I can’t go off full bore into a whole other project just yet until I break even off of the two records that I released. So once I break even from Brothers of the 4X4 and A Fiendish Threat, then I can start putting my efforts off into either a new country record, or whatever it is. So right now I’ve just been doing a good bit of side work, and playing to keep playing. But there’s nothing officially set at this point. I’m basically in road mode still. And as soon as I hear that I have broken even, I’ll move on to the next one.
September 10, 2014 @ 6:59 pm
Two quotes I found most interesting:
“It goes from the street, all the way up to the corporate level in Nashville. There”™s already a lot of people shaking their heads.”
“No disrespect to Rodney Crowell, but there”™s two Hank Williams walking this earth right now.”
June 25, 2016 @ 3:29 pm
Just the vultures trying to get you Hank – they probably do that so much to you it’s pathetic. I did see the movie (I was around when your grandpa was getting famous – 1949). I was very impressed but I was sad to see so much of your father in it and nothing about Jett. My husband took me to see you in Northern California. You were so wonderful! I enjoyed you singing your grandpa’s songs but I was blown away by yours. (I was the crazy lady who waited with her husband until all the crowned to leave and saw you with two other people. I came up and asked if I could get a hug. You were so sweet and you said ok. I gave you a hug and a kiss and told you I wanted you to please take care of yourself. You gave me another hug and said “I will”….then you reached for a flyer off the wall and autographed it for me. Thank you for making a middle-aged woman (1949 remember? ha!) feel special. I have every CD.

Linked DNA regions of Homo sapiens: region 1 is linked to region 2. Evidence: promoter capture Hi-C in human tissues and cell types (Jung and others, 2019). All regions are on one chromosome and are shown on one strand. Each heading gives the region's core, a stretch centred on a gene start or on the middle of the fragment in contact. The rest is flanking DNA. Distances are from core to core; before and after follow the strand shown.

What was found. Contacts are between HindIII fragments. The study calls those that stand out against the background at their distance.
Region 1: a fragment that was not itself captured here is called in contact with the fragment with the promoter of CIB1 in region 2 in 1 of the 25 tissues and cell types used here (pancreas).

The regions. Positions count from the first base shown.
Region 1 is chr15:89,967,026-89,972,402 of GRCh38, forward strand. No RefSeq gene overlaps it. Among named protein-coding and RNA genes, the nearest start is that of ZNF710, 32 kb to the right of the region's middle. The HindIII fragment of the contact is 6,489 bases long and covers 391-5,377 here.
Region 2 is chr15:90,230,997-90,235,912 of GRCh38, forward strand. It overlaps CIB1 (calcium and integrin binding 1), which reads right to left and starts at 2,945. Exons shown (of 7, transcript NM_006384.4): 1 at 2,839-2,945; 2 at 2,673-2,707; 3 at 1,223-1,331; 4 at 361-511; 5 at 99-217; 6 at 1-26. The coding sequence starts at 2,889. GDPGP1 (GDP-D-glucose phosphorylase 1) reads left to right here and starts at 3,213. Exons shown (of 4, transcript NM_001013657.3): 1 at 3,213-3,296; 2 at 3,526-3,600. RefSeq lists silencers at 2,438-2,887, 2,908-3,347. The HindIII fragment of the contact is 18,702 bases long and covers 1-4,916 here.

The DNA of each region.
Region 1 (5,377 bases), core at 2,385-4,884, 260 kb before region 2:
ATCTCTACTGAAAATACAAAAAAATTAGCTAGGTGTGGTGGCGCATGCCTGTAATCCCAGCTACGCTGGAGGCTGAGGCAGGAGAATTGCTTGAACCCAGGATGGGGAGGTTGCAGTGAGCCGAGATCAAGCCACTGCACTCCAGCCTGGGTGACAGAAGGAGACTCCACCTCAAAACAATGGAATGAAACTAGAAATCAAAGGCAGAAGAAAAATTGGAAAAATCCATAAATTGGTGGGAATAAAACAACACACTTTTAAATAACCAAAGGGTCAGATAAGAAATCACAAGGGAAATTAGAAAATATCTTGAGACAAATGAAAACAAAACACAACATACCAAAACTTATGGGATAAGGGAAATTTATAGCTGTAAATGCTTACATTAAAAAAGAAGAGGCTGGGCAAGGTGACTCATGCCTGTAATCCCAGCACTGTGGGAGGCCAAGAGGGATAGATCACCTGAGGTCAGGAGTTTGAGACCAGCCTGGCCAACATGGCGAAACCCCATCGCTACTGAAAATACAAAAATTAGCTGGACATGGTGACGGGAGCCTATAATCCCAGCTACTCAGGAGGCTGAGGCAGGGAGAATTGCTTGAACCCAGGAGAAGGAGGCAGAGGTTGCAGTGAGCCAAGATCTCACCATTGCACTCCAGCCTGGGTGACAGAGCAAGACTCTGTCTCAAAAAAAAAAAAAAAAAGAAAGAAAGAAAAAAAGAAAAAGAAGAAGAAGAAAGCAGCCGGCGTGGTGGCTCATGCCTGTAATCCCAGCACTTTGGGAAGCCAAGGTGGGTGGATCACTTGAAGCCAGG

September 10, 2014 @ 6:59 pm
Great to hear from him some more… He seems to be a real genuine person. Wish there was a Spokane or Missoula show in there. Been catching him since he was touring on “Lovesick…” Always my favorite night of the year.
September 10, 2014 @ 7:09 pm
“But I will say, with or without this movie, Hank Williams”™ music is still going to do that. I had to bring that up earlier today. No matter, his music is going to be timeless, and movies come and go. At the end of the day, his music and what he did is going to outlast the movie, and be passed on for generations. That is why he is as special as he is.”
September 10, 2014 @ 7:58 pm